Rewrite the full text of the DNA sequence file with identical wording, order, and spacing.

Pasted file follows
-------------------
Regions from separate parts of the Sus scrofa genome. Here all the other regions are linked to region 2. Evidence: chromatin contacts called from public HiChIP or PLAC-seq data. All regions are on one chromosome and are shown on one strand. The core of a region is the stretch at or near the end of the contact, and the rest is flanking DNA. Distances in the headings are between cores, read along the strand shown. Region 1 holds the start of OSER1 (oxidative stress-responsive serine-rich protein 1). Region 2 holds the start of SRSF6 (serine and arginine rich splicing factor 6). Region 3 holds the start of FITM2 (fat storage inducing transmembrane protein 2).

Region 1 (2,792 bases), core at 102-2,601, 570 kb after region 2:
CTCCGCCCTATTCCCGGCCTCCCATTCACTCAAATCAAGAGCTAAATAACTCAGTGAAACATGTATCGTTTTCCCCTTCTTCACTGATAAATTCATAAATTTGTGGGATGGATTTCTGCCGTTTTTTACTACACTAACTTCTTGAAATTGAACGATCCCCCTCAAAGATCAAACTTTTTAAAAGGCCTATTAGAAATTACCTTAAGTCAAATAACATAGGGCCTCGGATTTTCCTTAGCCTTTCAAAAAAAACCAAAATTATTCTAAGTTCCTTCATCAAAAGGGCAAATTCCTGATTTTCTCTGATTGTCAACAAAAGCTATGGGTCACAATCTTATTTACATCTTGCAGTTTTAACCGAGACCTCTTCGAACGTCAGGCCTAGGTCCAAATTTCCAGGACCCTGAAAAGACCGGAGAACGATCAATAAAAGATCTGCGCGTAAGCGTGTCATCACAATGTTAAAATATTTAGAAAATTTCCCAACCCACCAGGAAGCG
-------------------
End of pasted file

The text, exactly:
Regions from separate parts of the Sus scrofa genome. Here all the other regions are linked to region 2. Evidence: chromatin contacts called from public HiChIP or PLAC-seq data. All regions are on one chromosome and are shown on one strand. The core of a region is the stretch at or near the end of the contact, and the rest is flanking DNA. Distances in the headings are between cores, read along the strand shown. Region 1 holds the start of OSER1 (oxidative stress-responsive serine-rich protein 1). Region 2 holds the start of SRSF6 (serine and arginine rich splicing factor 6). Region 3 holds the start of FITM2 (fat storage inducing transmembrane protein 2).

Region 1 (2,792 bases), core at 102-2,601, 570 kb after region 2:
CTCCGCCCTATTCCCGGCCTCCCATTCACTCAAATCAAGAGCTAAATAACTCAGTGAAACATGTATCGTTTTCCCCTTCTTCACTGATAAATTCATAAATTTGTGGGATGGATTTCTGCCGTTTTTTACTACACTAACTTCTTGAAATTGAACGATCCCCCTCAAAGATCAAACTTTTTAAAAGGCCTATTAGAAATTACCTTAAGTCAAATAACATAGGGCCTCGGATTTTCCTTAGCCTTTCAAAAAAAACCAAAATTATTCTAAGTTCCTTCATCAAAAGGGCAAATTCCTGATTTTCTCTGATTGTCAACAAAAGCTATGGGTCACAATCTTATTTACATCTTGCAGTTTTAACCGAGACCTCTTCGAACGTCAGGCCTAGGTCCAAATTTCCAGGACCCTGAAAAGACCGGAGAACGATCAATAAAAGATCTGCGCGTAAGCGTGTCATCACAATGTTAAAATATTTAGAAAATTTCCCAACCCACCAGGAAGCG